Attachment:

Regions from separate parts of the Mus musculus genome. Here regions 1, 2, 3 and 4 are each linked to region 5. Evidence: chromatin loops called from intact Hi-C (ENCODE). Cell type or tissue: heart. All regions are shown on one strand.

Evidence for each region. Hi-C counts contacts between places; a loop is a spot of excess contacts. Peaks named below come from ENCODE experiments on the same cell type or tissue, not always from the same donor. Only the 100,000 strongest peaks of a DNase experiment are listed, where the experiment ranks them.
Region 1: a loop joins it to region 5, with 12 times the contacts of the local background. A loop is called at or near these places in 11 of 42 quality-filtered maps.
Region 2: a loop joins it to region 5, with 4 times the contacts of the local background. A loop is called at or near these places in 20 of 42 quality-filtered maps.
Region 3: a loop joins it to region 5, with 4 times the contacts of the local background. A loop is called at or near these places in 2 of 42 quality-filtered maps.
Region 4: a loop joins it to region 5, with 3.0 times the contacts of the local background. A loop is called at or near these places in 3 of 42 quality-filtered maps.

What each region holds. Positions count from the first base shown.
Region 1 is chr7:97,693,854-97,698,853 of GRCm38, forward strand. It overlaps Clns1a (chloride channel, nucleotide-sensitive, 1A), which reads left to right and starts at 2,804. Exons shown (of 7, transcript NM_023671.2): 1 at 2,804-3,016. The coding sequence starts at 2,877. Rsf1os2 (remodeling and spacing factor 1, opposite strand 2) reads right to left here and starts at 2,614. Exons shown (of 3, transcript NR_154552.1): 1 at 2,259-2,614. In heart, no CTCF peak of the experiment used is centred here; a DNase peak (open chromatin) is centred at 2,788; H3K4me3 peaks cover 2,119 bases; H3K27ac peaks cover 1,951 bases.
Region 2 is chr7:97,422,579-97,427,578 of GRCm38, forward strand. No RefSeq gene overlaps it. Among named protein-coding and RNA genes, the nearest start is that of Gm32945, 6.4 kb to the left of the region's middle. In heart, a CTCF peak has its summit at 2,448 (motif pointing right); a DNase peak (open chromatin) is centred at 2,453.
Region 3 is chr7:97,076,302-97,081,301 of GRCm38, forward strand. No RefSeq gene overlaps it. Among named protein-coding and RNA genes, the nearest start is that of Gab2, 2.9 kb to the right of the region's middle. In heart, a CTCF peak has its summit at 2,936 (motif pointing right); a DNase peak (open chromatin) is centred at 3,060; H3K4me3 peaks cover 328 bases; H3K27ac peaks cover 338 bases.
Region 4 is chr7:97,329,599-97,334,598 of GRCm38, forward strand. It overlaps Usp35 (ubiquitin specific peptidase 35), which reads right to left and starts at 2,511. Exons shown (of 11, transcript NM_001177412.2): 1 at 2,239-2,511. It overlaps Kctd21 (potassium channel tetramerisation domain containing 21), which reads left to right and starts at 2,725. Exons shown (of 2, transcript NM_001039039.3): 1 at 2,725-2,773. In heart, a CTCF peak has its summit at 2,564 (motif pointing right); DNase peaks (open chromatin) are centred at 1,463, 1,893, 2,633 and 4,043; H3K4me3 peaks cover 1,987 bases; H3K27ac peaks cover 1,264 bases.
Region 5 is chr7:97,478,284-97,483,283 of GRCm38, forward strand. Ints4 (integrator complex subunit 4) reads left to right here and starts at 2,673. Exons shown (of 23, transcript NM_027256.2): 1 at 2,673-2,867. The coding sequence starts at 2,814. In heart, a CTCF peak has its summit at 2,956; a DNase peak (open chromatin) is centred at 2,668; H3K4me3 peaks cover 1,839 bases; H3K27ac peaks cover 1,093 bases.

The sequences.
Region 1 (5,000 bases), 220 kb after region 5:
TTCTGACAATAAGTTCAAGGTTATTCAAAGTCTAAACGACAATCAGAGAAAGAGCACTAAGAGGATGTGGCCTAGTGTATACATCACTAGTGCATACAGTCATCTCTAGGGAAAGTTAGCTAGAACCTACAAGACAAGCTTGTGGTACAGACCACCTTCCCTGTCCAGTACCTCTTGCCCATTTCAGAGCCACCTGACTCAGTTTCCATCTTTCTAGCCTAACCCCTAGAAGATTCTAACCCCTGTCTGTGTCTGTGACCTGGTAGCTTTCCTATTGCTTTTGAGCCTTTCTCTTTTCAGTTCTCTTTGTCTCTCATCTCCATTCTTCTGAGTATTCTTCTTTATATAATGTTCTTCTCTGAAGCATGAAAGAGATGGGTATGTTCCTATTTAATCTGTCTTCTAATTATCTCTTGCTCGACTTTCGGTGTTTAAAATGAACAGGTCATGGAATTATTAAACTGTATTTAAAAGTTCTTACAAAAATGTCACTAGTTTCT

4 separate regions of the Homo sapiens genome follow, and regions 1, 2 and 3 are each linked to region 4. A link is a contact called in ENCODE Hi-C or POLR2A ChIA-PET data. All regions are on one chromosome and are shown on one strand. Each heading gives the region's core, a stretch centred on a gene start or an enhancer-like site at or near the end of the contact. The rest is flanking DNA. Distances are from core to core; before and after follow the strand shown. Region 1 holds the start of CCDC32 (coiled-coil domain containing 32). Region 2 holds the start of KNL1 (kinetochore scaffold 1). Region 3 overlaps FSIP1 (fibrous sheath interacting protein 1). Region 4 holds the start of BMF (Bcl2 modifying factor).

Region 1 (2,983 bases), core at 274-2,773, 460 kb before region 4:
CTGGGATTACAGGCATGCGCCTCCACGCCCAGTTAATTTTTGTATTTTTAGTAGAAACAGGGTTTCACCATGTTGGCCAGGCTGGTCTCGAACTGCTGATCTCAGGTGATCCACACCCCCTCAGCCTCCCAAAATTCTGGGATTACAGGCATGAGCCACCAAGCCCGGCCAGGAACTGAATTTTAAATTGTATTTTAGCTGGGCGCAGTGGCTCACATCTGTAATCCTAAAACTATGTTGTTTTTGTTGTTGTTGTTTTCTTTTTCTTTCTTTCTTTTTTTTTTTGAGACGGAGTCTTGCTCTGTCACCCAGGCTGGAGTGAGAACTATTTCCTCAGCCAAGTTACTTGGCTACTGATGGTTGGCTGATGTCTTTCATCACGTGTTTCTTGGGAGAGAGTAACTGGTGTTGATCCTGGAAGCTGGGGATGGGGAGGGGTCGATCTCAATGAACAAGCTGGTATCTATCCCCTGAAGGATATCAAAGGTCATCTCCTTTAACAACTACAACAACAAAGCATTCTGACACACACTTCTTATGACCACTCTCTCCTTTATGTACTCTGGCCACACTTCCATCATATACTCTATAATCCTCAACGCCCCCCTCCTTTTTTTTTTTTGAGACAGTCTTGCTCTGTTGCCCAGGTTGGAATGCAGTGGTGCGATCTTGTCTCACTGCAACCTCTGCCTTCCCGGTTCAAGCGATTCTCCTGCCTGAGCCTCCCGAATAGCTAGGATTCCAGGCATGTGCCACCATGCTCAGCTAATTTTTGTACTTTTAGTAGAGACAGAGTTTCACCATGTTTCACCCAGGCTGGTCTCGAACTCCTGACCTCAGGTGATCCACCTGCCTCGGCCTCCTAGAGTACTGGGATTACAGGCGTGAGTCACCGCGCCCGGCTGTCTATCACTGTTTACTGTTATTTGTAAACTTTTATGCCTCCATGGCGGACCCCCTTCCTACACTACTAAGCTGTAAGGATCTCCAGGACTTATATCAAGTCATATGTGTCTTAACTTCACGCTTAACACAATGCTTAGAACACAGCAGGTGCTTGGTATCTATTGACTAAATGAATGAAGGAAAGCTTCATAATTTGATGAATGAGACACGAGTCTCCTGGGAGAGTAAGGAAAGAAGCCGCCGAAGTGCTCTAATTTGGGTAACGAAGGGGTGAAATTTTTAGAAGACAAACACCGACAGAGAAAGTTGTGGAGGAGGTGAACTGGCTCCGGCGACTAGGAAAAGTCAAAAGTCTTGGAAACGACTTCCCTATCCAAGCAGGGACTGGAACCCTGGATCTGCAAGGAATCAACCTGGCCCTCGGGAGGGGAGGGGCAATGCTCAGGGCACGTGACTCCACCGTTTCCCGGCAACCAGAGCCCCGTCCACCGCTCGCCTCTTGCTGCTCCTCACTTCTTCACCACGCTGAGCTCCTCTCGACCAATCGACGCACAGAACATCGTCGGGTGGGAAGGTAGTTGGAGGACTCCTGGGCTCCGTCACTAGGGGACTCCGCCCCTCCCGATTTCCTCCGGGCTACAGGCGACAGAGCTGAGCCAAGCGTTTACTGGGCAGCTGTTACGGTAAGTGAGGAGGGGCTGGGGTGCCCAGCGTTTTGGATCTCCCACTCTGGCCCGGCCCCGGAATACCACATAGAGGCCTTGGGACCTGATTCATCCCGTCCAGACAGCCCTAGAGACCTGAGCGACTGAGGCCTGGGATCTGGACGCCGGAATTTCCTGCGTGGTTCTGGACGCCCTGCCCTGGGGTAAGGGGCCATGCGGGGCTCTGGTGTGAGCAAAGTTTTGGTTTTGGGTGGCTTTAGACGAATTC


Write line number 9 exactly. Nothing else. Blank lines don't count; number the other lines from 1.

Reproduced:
Region 2 is chr7:97,422,579-97,427,578 of GRCm38, forward strand. No RefSeq gene overlaps it. Among named protein-coding and RNA genes, the nearest start is that of Gm32945, 6.4 kb to the left of the region's middle. In heart, a CTCF peak has its summit at 2,448 (motif pointing right); a DNase peak (open chromatin) is centred at 2,453.